Despite this we converged on time at the bar in the Rutland and after initial disappointment at the mild running out my companion Mr J opted for a pint of Marstons EPA to start, and I a fantastic dry, bitter pint of Blue Bee Shake Rattle and Roll. I was surprised to find this on (ahem, someone was supposed to let me know...) but was glad I did, and had two pints. Mr J on the other hand made a slight climb in ABV in his unbounded youthful recklessness, buying a half of Magic Rock Human Cannonball. This was so incredible that on the next round, he had a further half, and I followed suit, despite its strength.

BOOM! And the doubts are gone...*

Human Cannonball, brewed to 9.3%, is probably about 10 times better than the Magic Rock Cannonball, and represents the better aspects of UK American influenced super hopped pale ale brewing. Whereas Cannonball has an awkward dryness fighting throughout with a needless sweetness, making me think it was neither what I had wanted or expected, Human Cannonball is so well balanced as to almost be a lesson in strong ale brewing.

And, whilst it may pack as much alcohol into a pint as three of session beer, its not difficult to drink. Indeed, really the only thing to slow the drinker down is advisable and understandable caution. Were it 4% I think both of us could happily have drank it all night.

Human Cannonball has a tantalising aroma of spicy, floral hops. It delivers everything you could want from a strong pale ale by unleashing wave after wave of juicy zesty bitterness that mingles on the palate, lingering long in a heavenly aftertaste, before joining an understated but formidably well executed mellow, balanced malt in the background. Its bittersweet, potent and rewarding, and theres no jarring sweetness or ascorbic bitterness in there to spoil things, just a seamless procession of glorious flavour.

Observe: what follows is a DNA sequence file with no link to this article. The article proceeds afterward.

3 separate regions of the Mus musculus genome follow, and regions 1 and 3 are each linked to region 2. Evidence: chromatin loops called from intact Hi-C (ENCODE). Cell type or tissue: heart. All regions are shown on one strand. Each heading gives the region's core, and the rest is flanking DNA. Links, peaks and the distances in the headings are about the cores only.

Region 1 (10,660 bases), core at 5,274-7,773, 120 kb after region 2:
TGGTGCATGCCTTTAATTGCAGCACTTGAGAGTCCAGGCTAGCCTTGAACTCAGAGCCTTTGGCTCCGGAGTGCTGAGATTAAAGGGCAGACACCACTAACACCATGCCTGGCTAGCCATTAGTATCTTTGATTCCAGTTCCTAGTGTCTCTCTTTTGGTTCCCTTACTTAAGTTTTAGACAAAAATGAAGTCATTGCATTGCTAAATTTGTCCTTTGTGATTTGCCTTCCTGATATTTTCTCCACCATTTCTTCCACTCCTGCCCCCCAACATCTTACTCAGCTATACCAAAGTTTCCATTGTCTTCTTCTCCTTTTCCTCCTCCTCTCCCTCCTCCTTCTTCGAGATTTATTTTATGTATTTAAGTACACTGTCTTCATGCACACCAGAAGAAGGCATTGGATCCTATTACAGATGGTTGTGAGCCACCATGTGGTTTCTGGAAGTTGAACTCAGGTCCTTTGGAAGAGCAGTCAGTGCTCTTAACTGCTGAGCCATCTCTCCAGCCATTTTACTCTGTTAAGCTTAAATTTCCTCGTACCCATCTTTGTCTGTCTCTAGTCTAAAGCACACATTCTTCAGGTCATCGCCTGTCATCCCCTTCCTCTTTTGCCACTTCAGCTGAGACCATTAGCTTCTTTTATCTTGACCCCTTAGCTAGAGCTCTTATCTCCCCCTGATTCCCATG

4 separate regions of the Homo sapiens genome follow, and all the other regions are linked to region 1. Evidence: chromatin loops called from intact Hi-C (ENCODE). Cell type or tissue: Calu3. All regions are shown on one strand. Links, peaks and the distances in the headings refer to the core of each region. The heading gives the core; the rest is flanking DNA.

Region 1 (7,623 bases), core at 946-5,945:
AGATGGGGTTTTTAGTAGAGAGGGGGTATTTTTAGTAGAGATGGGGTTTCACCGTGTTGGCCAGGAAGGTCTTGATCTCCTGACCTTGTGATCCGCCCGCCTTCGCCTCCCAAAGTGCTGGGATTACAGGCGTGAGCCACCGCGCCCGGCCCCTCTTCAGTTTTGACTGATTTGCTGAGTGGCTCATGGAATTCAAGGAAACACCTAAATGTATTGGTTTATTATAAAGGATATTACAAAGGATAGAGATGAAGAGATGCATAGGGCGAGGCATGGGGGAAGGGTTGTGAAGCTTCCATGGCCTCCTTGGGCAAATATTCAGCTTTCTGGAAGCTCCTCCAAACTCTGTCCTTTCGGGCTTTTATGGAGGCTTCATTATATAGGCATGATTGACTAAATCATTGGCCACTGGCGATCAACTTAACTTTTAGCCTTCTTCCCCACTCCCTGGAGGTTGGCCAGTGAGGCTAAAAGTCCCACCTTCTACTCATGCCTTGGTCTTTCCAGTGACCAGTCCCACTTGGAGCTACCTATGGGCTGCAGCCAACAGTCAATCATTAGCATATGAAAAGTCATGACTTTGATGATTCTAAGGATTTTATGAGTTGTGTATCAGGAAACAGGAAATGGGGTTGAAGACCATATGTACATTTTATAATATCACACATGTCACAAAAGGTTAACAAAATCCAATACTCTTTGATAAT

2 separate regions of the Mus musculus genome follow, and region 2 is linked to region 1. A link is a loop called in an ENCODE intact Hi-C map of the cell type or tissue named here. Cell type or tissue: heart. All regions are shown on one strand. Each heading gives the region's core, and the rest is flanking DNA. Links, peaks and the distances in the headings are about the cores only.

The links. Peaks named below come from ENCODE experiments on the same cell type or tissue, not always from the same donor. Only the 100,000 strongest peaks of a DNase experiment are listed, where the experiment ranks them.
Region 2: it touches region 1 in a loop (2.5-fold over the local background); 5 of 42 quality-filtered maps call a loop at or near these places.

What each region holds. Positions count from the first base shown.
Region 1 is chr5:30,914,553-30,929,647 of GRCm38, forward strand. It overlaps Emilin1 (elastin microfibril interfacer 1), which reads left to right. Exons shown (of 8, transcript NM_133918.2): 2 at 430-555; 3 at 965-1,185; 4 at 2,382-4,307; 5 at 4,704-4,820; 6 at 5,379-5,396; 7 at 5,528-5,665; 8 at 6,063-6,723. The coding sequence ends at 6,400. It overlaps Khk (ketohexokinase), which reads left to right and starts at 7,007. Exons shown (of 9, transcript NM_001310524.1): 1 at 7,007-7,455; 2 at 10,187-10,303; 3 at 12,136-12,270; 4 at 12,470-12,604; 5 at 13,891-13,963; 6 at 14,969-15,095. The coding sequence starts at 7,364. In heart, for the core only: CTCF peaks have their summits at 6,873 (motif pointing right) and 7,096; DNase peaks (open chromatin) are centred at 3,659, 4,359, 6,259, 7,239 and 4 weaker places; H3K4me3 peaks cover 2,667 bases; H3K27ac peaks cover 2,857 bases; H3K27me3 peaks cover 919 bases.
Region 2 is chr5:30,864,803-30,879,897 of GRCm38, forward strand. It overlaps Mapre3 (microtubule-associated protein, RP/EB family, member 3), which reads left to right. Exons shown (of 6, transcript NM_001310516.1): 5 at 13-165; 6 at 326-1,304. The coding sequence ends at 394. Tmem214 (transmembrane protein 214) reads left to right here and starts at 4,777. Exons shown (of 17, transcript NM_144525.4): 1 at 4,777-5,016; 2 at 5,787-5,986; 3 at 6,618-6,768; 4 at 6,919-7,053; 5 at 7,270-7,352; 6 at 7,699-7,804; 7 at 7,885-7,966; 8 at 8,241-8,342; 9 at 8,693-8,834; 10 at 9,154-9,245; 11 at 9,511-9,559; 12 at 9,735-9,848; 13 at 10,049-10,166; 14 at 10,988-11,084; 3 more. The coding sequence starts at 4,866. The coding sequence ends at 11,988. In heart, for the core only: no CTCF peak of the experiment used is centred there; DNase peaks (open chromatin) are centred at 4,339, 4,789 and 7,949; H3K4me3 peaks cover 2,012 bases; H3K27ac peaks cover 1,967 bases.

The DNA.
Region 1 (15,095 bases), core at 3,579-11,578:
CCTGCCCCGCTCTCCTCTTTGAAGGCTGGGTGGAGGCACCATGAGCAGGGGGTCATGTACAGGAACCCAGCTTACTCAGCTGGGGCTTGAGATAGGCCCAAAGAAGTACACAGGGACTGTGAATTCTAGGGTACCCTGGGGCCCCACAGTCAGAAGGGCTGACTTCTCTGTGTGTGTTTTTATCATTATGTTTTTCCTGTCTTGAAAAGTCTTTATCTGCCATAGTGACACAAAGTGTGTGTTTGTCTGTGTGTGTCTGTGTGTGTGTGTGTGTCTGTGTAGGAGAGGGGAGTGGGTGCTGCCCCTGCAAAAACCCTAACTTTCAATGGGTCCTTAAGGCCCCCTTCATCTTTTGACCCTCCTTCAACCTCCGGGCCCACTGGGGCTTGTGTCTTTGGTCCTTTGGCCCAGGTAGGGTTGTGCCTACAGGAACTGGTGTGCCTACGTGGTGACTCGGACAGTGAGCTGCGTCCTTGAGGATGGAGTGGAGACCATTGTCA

Once again, Magic Rock, who's output I have been disappointed with quite a lot of late, have produced a superlative strong beer. And the fact that it was a strong UK brewed pale ale, served from Keykeg with a nod to the USA style of pale ales, and which I really loved, made it all the more pleasing.

Next, if only to prevent us succumbing to the cost and impact of yet more Human Cannonball, we headed to the Tap to get the end of the Arbor Yakima Valley IPA, which was a shame, since I had made quite a job of recommending it. I also had a half of the Ironopolis again, whilst my companion had a half of some fearsome sounding Hardknott offering on Keykeg. Its not really fair to offer any kind of specific details of any of the post Human Cannonball beers - because there was no way they could match it.

So, a great way to spend four hours on a Sunday, and a perfect way of wiping away the memories and feelings of dread experienced during the middle of last week. I might have had to drag my sorry arse into work the next day but the buzz of the Human Cannonball kept me going, as I thought about whether or not I could persuade Mr P to go to the Rutland on Wednesday instead of our usual Wanderiains route...


Wee Beefy.   

*please note, this is in no way intended as a subtle endorsement of a well known branded product, neither is it meant to claim that "all of a sudden" Magic Rock are back to their very best. That said, it goes a damn long way towards doing so....